A German court has convicted a former Syrian secret police officer of crimes against humanity for overseeing the mistreatment of detainees in a prison near Damascus a decade ago.
Syrians who have been abused or lost relatives at the hands of President Bashar al-Assad’s government in the country’s long-running conflict were awaiting verdict on Thursday in the landmark trial.
The Koblenz state court concluded that Anwar Raslan was the officer in charge of a facility in the Syrian city of Douma known as Al-Khatib, or Branch 251, where suspected opposition protesters were detained.
German broadcaster NTV reported that the court had sentenced him to life imprisonment. His lawyers asked the court last week to acquit their client, claiming he had never personally tortured anyone and had defected in late 2012.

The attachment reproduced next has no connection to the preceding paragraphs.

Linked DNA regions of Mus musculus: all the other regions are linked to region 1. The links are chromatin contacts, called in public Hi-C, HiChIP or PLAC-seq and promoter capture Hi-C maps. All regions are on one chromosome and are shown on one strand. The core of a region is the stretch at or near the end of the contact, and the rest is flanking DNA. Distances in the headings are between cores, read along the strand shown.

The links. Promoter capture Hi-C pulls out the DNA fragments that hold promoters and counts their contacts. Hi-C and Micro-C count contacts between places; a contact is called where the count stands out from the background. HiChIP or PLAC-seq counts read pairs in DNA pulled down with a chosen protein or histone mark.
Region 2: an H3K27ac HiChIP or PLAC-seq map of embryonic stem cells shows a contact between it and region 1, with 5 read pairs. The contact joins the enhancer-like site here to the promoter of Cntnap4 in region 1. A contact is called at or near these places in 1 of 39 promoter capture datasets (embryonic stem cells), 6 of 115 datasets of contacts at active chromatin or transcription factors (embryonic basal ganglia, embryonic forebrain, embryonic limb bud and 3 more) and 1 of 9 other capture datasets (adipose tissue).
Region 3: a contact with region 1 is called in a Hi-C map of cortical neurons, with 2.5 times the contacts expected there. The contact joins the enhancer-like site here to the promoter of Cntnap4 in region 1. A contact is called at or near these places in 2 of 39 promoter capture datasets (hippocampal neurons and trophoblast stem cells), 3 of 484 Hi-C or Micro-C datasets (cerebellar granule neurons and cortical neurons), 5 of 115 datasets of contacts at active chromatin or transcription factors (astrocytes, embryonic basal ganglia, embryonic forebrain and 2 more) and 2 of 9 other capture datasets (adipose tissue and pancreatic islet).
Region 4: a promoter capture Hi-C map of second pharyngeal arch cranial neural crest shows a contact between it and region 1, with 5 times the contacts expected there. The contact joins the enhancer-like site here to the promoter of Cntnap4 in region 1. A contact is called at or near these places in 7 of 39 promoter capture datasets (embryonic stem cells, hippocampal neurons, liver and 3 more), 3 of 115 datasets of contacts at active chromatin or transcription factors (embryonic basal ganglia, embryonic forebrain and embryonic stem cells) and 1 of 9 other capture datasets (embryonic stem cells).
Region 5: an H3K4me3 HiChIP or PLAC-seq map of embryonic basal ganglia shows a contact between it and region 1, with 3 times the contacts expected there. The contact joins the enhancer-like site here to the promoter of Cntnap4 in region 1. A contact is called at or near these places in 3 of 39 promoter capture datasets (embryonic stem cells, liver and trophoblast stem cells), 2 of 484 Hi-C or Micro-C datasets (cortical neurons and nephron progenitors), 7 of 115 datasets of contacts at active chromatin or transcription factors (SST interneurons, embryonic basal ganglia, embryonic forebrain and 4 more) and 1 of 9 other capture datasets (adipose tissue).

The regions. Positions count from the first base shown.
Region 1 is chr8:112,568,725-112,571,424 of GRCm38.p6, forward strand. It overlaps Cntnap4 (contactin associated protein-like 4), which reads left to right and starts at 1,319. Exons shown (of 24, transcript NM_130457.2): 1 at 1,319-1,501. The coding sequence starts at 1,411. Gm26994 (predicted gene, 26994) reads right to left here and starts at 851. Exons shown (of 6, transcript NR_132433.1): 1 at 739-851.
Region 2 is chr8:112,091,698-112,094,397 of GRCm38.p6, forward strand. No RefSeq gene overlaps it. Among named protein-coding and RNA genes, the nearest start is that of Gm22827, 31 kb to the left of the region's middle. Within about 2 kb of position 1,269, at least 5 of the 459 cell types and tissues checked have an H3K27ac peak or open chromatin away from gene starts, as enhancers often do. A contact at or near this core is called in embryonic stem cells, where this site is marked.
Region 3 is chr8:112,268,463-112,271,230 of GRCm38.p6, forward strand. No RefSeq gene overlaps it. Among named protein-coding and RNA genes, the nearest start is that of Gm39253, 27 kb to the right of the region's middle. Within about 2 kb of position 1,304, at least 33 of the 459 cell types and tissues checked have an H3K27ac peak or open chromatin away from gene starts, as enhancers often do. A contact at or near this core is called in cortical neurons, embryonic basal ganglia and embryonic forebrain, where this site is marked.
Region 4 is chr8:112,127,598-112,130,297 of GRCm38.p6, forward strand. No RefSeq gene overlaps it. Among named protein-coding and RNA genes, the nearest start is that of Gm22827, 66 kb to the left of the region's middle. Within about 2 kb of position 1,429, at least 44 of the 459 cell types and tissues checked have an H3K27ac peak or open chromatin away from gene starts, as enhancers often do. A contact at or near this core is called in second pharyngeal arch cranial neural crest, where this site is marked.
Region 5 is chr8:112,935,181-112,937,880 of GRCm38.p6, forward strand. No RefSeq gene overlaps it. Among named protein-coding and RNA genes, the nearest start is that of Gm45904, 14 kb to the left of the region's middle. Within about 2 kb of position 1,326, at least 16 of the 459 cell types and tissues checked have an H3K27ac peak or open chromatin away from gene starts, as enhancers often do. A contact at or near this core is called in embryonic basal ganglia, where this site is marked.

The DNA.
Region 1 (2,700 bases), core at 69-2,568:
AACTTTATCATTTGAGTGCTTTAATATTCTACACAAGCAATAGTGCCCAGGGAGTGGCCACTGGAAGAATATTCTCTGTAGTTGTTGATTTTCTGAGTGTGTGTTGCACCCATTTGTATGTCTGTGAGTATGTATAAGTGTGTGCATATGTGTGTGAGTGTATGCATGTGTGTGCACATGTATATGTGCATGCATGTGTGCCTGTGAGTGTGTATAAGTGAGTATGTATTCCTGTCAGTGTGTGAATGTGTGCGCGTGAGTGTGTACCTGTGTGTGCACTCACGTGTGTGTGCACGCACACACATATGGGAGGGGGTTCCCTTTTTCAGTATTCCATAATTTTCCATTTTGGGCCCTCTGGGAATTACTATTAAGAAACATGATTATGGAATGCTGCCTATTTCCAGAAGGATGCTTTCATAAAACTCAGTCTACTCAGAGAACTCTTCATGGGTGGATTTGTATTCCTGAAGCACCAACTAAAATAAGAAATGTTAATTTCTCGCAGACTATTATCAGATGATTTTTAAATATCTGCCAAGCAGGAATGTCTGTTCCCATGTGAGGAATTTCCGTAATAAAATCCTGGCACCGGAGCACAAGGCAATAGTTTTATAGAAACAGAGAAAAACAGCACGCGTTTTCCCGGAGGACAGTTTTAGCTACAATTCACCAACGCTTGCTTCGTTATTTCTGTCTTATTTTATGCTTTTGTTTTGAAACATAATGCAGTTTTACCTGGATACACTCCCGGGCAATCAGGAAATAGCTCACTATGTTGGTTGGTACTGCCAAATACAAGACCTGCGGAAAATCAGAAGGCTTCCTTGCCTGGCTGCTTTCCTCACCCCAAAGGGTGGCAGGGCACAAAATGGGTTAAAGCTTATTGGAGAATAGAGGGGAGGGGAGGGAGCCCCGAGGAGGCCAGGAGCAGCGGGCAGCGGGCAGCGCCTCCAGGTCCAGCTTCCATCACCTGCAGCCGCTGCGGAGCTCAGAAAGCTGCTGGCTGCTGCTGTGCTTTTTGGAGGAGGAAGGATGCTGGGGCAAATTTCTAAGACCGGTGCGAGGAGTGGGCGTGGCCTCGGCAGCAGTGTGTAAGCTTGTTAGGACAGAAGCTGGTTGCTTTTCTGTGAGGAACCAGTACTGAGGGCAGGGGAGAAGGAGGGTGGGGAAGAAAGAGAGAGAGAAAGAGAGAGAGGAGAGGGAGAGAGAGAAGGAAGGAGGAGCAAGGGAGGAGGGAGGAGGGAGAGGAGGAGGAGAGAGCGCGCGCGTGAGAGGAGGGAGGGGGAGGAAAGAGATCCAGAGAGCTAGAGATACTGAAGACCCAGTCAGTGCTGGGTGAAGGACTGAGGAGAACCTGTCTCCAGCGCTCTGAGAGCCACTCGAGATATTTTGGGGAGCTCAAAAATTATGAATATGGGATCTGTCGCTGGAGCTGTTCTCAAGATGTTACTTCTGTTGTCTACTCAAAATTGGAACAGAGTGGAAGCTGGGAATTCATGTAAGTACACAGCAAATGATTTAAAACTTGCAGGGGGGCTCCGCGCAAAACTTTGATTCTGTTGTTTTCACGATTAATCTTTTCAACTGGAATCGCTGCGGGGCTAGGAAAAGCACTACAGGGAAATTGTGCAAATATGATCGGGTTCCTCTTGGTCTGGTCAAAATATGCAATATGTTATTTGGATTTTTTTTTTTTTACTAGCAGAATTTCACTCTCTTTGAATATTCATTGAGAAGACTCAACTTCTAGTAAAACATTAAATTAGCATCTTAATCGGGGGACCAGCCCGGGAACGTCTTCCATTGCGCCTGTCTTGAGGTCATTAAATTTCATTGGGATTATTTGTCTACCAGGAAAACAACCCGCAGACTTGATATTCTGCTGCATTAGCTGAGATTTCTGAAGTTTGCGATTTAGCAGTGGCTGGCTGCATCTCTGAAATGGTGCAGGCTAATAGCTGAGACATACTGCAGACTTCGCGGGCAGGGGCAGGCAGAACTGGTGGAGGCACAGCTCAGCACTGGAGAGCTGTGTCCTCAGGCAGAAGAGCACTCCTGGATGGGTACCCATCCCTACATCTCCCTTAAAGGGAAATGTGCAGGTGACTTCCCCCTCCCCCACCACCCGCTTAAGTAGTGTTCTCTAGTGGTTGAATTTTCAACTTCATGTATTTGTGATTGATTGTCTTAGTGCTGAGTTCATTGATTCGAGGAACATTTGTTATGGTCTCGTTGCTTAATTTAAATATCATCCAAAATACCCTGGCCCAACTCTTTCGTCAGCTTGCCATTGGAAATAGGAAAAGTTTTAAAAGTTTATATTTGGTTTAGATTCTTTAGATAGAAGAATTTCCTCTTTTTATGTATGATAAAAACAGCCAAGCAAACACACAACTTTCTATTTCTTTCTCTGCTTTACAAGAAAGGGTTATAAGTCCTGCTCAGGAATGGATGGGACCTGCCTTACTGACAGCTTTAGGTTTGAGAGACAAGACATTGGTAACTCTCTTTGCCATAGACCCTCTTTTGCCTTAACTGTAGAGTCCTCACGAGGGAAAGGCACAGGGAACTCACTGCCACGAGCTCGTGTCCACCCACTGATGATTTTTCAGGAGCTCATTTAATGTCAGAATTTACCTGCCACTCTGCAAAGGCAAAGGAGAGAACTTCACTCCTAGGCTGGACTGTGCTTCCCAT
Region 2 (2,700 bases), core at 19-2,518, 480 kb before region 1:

German prosecutors alleged that Raslan oversaw the “systematic and brutal torture” of more than 4,000 prisoners between April 2011 and September 2012, resulting in dozens of deaths.
Junior officer Iyad al-Gharib was convicted last year of crimes against humanity and sentenced to 41/2 years in prison by the Koblenz Court.
The two men were arrested in Germany in 2019, after years of seeking asylum in the country.
Victims and human rights groups expressed hope that the ruling would be a first step towards achieving justice for the countless people who were unable to file criminal complaints against officials in Syria or before the International Criminal Court.
Since Russia and China have blocked efforts by the UN Security Council to refer cases to the Hague-based court, countries like Germany that apply the principle of universal jurisdiction over serious crimes will become the venue for such trials, experts say.
firstname.lastname@example.org. The content will be deleted within 24 hours.